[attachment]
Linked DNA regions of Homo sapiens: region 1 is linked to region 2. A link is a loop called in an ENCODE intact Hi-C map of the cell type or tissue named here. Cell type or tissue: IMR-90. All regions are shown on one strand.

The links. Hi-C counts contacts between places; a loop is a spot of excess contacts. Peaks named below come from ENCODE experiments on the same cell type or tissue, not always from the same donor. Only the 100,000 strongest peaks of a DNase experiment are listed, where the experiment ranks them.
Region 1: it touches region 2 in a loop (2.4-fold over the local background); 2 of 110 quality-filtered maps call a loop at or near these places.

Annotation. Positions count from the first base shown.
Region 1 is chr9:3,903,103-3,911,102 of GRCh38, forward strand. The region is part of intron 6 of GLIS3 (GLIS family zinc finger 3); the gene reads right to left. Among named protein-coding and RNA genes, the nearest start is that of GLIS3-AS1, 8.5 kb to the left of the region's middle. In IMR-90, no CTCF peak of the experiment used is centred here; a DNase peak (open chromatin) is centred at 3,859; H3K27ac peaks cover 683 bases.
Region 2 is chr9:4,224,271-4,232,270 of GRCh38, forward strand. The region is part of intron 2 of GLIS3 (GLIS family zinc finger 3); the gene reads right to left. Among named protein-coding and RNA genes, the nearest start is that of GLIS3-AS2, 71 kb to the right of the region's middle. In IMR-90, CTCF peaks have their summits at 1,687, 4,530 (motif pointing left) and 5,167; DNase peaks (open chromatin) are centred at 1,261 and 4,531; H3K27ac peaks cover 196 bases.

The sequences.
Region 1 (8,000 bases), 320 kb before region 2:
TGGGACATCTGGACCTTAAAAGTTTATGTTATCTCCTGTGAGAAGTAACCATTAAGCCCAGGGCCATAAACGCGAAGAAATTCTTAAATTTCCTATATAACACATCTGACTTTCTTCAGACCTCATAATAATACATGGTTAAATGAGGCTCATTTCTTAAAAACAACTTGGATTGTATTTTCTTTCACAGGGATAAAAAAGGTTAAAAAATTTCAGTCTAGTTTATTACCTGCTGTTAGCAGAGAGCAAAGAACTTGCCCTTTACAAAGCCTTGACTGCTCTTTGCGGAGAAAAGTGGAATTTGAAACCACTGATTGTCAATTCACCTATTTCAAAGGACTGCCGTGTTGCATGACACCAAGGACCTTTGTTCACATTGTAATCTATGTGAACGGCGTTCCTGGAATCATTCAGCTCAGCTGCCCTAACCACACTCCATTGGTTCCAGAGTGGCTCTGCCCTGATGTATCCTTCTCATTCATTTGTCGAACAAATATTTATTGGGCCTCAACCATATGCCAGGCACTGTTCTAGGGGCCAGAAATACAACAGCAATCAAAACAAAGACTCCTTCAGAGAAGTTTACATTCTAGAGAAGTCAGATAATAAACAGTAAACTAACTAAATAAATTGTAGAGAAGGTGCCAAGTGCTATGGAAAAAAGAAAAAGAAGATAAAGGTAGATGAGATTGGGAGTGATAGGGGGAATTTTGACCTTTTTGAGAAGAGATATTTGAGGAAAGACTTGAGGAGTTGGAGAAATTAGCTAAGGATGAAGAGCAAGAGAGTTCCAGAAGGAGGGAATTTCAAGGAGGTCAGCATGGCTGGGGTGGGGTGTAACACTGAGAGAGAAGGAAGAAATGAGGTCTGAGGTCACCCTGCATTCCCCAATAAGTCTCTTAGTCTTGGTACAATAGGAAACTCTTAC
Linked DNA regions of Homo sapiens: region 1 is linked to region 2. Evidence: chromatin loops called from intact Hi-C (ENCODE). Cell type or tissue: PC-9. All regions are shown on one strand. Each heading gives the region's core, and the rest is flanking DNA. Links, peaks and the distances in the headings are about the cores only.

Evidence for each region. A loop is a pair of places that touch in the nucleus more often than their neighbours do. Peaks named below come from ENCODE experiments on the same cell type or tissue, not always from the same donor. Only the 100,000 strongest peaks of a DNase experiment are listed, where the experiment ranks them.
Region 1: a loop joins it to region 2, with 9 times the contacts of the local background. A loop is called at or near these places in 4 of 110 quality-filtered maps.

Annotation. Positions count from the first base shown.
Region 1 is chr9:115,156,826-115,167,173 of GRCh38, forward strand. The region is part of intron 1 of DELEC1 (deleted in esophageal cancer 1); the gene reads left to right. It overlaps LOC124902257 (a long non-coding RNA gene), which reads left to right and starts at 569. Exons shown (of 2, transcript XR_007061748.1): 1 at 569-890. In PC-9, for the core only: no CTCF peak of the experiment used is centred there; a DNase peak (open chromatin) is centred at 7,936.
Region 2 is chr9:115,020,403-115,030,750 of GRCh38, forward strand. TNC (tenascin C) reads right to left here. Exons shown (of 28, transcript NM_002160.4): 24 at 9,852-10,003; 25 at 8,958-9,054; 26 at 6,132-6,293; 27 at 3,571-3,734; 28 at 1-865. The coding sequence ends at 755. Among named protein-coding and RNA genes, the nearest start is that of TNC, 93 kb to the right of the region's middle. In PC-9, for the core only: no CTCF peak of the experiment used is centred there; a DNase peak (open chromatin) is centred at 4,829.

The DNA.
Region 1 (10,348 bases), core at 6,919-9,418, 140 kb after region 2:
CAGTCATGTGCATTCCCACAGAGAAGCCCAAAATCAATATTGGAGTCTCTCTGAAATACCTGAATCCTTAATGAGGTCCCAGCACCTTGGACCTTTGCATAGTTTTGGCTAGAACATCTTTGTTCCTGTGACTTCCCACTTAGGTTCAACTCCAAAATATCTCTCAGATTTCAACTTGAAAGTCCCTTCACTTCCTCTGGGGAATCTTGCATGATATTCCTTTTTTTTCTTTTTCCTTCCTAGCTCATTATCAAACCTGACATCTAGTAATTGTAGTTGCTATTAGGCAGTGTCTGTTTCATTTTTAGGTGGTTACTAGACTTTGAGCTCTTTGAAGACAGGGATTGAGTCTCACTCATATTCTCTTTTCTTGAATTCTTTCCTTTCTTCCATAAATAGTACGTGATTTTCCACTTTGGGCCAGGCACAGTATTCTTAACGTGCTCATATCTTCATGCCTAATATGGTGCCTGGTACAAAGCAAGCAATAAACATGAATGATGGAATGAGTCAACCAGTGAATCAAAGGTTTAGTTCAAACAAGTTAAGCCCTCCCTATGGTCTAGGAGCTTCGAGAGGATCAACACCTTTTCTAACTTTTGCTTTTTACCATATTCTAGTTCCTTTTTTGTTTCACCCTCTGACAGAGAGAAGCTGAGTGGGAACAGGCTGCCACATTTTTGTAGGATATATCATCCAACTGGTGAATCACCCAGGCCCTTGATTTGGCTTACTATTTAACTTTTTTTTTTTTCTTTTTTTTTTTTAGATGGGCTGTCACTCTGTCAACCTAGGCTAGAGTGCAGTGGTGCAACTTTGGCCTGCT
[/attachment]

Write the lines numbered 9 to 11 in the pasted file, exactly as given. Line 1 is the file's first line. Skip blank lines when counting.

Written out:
TGGGACATCTGGACCTTAAAAGTTTATGTTATCTCCTGTGAGAAGTAACCATTAAGCCCAGGGCCATAAACGCGAAGAAATTCTTAAATTTCCTATATAACACATCTGACTTTCTTCAGACCTCATAATAATACATGGTTAAATGAGGCTCATTTCTTAAAAACAACTTGGATTGTATTTTCTTTCACAGGGATAAAAAAGGTTAAAAAATTTCAGTCTAGTTTATTACCTGCTGTTAGCAGAGAGCAAAGAACTTGCCCTTTACAAAGCCTTGACTGCTCTTTGCGGAGAAAAGTGGAATTTGAAACCACTGATTGTCAATTCACCTATTTCAAAGGACTGCCGTGTTGCATGACACCAAGGACCTTTGTTCACATTGTAATCTATGTGAACGGCGTTCCTGGAATCATTCAGCTCAGCTGCCCTAACCACACTCCATTGGTTCCAGAGTGGCTCTGCCCTGATGTATCCTTCTCATTCATTTGTCGAACAAATATTTATTGGGCCTCAACCATATGCCAGGCACTGTTCTAGGGGCCAGAAATACAACAGCAATCAAAACAAAGACTCCTTCAGAGAAGTTTACATTCTAGAGAAGTCAGATAATAAACAGTAAACTAACTAAATAAATTGTAGAGAAGGTGCCAAGTGCTATGGAAAAAAGAAAAAGAAGATAAAGGTAGATGAGATTGGGAGTGATAGGGGGAATTTTGACCTTTTTGAGAAGAGATATTTGAGGAAAGACTTGAGGAGTTGGAGAAATTAGCTAAGGATGAAGAGCAAGAGAGTTCCAGAAGGAGGGAATTTCAAGGAGGTCAGCATGGCTGGGGTGGGGTGTAACACTGAGAGAGAAGGAAGAAATGAGGTCTGAGGTCACCCTGCATTCCCCAATAAGTCTCTTAGTCTTGGTACAATAGGAAACTCTTAC
Linked DNA regions of Homo sapiens: region 1 is linked to region 2. Evidence: chromatin loops called from intact Hi-C (ENCODE). Cell type or tissue: PC-9. All regions are shown on one strand. Each heading gives the region's core, and the rest is flanking DNA. Links, peaks and the distances in the headings are about the cores only.

Evidence for each region. A loop is a pair of places that touch in the nucleus more often than their neighbours do. Peaks named below come from ENCODE experiments on the same cell type or tissue, not always from the same donor. Only the 100,000 strongest peaks of a DNase experiment are listed, where the experiment ranks them.